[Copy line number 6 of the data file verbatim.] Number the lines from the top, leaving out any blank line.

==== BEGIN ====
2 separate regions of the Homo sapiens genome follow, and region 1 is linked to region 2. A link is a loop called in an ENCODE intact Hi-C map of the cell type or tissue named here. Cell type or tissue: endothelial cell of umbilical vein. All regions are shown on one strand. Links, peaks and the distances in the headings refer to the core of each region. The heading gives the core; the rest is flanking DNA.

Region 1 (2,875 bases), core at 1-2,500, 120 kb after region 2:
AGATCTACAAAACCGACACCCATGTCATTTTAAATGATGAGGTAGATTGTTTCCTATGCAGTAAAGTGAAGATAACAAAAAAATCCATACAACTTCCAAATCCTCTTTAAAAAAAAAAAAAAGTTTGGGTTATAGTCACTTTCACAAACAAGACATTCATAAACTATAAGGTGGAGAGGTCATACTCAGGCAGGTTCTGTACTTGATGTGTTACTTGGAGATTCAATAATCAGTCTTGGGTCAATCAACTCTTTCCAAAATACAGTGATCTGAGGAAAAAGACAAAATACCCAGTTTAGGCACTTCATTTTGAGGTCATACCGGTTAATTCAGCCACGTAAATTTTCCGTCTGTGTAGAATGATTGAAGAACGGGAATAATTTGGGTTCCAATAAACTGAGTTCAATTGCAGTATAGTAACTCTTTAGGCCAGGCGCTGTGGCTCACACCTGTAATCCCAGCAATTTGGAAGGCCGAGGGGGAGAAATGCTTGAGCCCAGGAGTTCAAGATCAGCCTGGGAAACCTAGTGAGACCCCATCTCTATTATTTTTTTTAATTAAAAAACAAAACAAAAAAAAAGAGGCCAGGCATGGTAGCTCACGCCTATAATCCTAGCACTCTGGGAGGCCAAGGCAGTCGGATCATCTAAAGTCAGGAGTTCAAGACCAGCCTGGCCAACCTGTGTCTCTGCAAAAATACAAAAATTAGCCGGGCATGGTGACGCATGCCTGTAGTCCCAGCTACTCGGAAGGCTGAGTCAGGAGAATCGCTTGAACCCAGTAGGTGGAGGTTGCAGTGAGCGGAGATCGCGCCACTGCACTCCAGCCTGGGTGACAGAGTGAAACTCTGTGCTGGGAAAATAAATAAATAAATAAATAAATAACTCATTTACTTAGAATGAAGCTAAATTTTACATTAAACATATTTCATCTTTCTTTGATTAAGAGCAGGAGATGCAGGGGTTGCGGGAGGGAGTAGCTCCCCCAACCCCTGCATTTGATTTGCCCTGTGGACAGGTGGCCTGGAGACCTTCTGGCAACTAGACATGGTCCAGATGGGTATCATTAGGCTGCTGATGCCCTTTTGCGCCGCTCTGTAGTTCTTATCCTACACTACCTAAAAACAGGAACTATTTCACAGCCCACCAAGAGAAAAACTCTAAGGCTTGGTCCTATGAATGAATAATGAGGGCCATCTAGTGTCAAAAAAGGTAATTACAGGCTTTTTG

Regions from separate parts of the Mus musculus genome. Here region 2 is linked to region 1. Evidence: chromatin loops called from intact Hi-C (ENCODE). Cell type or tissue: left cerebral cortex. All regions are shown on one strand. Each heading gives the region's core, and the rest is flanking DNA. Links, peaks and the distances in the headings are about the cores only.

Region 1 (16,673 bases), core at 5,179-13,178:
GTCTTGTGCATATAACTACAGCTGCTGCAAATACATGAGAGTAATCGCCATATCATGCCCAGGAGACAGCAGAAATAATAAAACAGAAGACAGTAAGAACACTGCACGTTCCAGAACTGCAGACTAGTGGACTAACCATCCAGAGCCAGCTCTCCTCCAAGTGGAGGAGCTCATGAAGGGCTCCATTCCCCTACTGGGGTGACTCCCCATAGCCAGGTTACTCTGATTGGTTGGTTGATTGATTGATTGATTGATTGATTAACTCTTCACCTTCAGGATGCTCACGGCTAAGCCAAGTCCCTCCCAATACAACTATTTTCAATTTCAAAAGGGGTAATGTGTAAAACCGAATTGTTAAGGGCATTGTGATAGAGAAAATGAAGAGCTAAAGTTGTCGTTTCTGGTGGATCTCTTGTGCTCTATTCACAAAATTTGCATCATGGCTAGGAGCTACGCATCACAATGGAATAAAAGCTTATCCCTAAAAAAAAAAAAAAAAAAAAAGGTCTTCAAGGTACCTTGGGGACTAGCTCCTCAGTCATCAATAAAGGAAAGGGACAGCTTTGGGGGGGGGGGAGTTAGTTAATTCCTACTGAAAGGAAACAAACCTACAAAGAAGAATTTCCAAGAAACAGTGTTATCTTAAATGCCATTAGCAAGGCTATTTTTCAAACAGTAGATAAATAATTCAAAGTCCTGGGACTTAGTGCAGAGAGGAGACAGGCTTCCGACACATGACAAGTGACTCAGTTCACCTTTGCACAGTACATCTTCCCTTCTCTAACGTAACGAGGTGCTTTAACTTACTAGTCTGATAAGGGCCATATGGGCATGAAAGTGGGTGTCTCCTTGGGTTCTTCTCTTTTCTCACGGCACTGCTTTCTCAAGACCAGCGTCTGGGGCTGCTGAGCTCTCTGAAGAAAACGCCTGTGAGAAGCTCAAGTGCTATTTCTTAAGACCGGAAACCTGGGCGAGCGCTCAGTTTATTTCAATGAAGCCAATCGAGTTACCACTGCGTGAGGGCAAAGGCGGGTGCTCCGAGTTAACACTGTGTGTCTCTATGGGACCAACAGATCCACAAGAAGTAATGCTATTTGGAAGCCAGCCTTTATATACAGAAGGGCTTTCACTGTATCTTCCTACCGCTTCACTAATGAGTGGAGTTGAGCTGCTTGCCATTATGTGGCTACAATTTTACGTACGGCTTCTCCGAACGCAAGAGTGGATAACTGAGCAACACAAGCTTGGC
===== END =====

GTCTTGTGCATATAACTACAGCTGCTGCAAATACATGAGAGTAATCGCCATATCATGCCCAGGAGACAGCAGAAATAATAAAACAGAAGACAGTAAGAACACTGCACGTTCCAGAACTGCAGACTAGTGGACTAACCATCCAGAGCCAGCTCTCCTCCAAGTGGAGGAGCTCATGAAGGGCTCCATTCCCCTACTGGGGTGACTCCCCATAGCCAGGTTACTCTGATTGGTTGGTTGATTGATTGATTGATTGATTGATTAACTCTTCACCTTCAGGATGCTCACGGCTAAGCCAAGTCCCTCCCAATACAACTATTTTCAATTTCAAAAGGGGTAATGTGTAAAACCGAATTGTTAAGGGCATTGTGATAGAGAAAATGAAGAGCTAAAGTTGTCGTTTCTGGTGGATCTCTTGTGCTCTATTCACAAAATTTGCATCATGGCTAGGAGCTACGCATCACAATGGAATAAAAGCTTATCCCTAAAAAAAAAAAAAAAAAAAAAGGTCTTCAAGGTACCTTGGGGACTAGCTCCTCAGTCATCAATAAAGGAAAGGGACAGCTTTGGGGGGGGGGGAGTTAGTTAATTCCTACTGAAAGGAAACAAACCTACAAAGAAGAATTTCCAAGAAACAGTGTTATCTTAAATGCCATTAGCAAGGCTATTTTTCAAACAGTAGATAAATAATTCAAAGTCCTGGGACTTAGTGCAGAGAGGAGACAGGCTTCCGACACATGACAAGTGACTCAGTTCACCTTTGCACAGTACATCTTCCCTTCTCTAACGTAACGAGGTGCTTTAACTTACTAGTCTGATAAGGGCCATATGGGCATGAAAGTGGGTGTCTCCTTGGGTTCTTCTCTTTTCTCACGGCACTGCTTTCTCAAGACCAGCGTCTGGGGCTGCTGAGCTCTCTGAAGAAAACGCCTGTGAGAAGCTCAAGTGCTATTTCTTAAGACCGGAAACCTGGGCGAGCGCTCAGTTTATTTCAATGAAGCCAATCGAGTTACCACTGCGTGAGGGCAAAGGCGGGTGCTCCGAGTTAACACTGTGTGTCTCTATGGGACCAACAGATCCACAAGAAGTAATGCTATTTGGAAGCCAGCCTTTATATACAGAAGGGCTTTCACTGTATCTTCCTACCGCTTCACTAATGAGTGGAGTTGAGCTGCTTGCCATTATGTGGCTACAATTTTACGTACGGCTTCTCCGAACGCAAGAGTGGATAACTGAGCAACACAAGCTTGGC